Jenkins’s film is, ultimately, a story about a marriage; both the husband and wife are reproductively challenged. But is a quieter film about a couple’s quest to have a baby destined to be seen only as a woman’s film?
In response to that question, Jenkins says:
“As much talk as there is about gender parity, it’s still in the talking phase,” she adds.
Despite her frustration, Jenkins notes, “It’s not about awards. Filmmakers make movies because they want to be seen and talked about.” Still, it’s hard not to fixate on the very tangible implications a major nomination — not to mention an award — has on subsequent directing opportunities and salaries. “When the little movie doesn’t get nominated, it doesn’t get talked about,” Jenkins says.
“It can shape your decisions as a filmmaker, and I try to keep things as pure as possible,” she says.
But, she adds, it’s “very hard to break out with an independent film without festivals.” Kent says that she’s proud to have shown her two films at Sundance:
“The courage to call this an American story, which it absolutely is because I’m American, is significant.”
Sundance’s programming range acknowledges the proliferation of previously underrepresented filmmakers. Hannah Pearl Utt, who brought her directorial debut, “Before You Know It,” to Sundance this year, says the “exceptional work” coming from diverse filmmakers was “undeniable.” “I believe it’s just a matter of time before that’s consistently reflected in what’s being recognized,” she says.
Indeed, Sundance’s expansive attitude is further reflected in its awards. For example, the Sundance Festival jury bestowed the U.S. Grand Jury Prize in the dramatic competition on Chinonye Chukwu, a Nigerian-born woman, for “Clemency,” a film set on death row, starring Alfre Woodard as a warden who shepherds inmates to their deaths.
As Sundance highlighted on its site, of the 23 awarded films this year, 13, or 56.5 percent, were directed by one or more women; eight, or 34.8 percent, were directed by one or more people of color. “It was fantastically cheering to see woman after woman taking the stage to receive prizes at festival end,” says Campion, who served on Sundance’s World Cinema Dramatic Jury this year.
The Independent Spirit Awards this year also recognized the work of women by nominating not only Jenkins (for “Private Life”), but Ramsay (“You Were Never Really Here”) and Debra Granik (“Leave No Trace”), in the best director category — along with just two male nominees.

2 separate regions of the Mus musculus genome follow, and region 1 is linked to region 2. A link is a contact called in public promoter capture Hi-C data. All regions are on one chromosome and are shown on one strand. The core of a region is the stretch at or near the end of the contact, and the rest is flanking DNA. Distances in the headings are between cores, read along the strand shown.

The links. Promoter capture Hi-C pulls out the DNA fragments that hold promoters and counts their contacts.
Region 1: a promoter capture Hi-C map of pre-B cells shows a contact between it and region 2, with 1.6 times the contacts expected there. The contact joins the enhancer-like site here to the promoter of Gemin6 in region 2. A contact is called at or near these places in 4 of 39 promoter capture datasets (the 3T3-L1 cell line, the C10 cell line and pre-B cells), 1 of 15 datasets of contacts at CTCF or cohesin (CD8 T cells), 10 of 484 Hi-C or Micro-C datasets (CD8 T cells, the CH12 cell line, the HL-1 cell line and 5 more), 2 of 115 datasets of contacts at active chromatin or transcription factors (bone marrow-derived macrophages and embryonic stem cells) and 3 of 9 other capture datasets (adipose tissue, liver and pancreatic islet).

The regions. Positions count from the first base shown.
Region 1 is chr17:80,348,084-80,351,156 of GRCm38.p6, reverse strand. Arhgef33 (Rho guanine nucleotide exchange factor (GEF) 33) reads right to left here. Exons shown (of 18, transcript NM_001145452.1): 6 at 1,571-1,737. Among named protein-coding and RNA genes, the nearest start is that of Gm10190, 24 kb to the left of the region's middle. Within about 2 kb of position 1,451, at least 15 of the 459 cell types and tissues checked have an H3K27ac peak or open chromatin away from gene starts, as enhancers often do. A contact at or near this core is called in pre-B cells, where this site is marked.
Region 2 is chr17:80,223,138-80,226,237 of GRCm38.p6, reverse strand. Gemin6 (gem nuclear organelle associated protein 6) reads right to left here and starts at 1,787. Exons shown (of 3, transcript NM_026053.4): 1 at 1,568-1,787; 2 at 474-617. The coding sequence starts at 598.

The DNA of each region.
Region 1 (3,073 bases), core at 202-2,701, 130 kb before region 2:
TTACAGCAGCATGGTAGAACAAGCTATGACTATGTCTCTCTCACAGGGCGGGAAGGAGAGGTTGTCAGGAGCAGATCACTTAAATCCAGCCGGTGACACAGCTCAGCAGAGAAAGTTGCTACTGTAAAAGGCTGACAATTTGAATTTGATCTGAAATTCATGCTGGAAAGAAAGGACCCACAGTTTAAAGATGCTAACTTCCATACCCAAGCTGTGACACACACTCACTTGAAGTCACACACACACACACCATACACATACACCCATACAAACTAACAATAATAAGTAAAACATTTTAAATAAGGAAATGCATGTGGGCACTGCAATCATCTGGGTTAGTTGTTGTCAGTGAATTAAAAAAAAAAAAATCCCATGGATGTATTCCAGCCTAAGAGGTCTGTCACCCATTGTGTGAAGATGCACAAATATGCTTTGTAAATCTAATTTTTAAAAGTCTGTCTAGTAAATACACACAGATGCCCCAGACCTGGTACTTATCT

These women’s three radically different films boast distinct stories, characters and visual design. Indeed, seeing several women among the nominees opens a space for imagining a more expansive cinema, one that can accommodate high-budget blockbusters as well as intimate character-driven stories and genre pieces. The pressure on individual women to represent an entire category of experience and story is, at the moment, restrictive.
“You can feel that you have to represent a character that’s idealized because they must represent all women,” Jenkins says.
Kent agrees that her task as a director is to expand the bounds of a female character’s likability — to make them “true and complex,” as she puts it. Ultimately, female directors are able to tell stories that they’ve inhabited, ones that Kent says “reflect our world back to us.”
But the real question is: How to move beyond the “talking phase” that Jenkins mentions, in order to create change? Utt pushes the blame further upstream, saying she’s “most interested in what financiers, distributors and critics are doing to promote the work of underrepresented storytellers.”
Wang suggests that things may already be changing at the point of production as bad behavior on-set becomes less tolerated. Describing her contribution to a recent panel about collaboration between producers and directors, Wang points to the role of emotional intelligence in identifying personal triggers well before a film heads to production. “I’m glad we’re having conversations about ending the toxicity on-set: These talks are very important. If you’re not allowed to yell and scream, you need to find other ways to communicate.”
Campion, too, is hopeful.“There is a massive and exciting change happening that can’t help but drip slowly into the more conservative world of feature films and the Oscar race,” she says, citing series television such as “Killing Eve,” for which Phoebe Waller-Bridge won an Emmy for outstanding writing, and for which Sandra Oh made history for winning a Golden Globe for best lead actress.
But for directors like Campion, who have been making critically acclaimed films for decades, that change “can’t of course come fast enough.”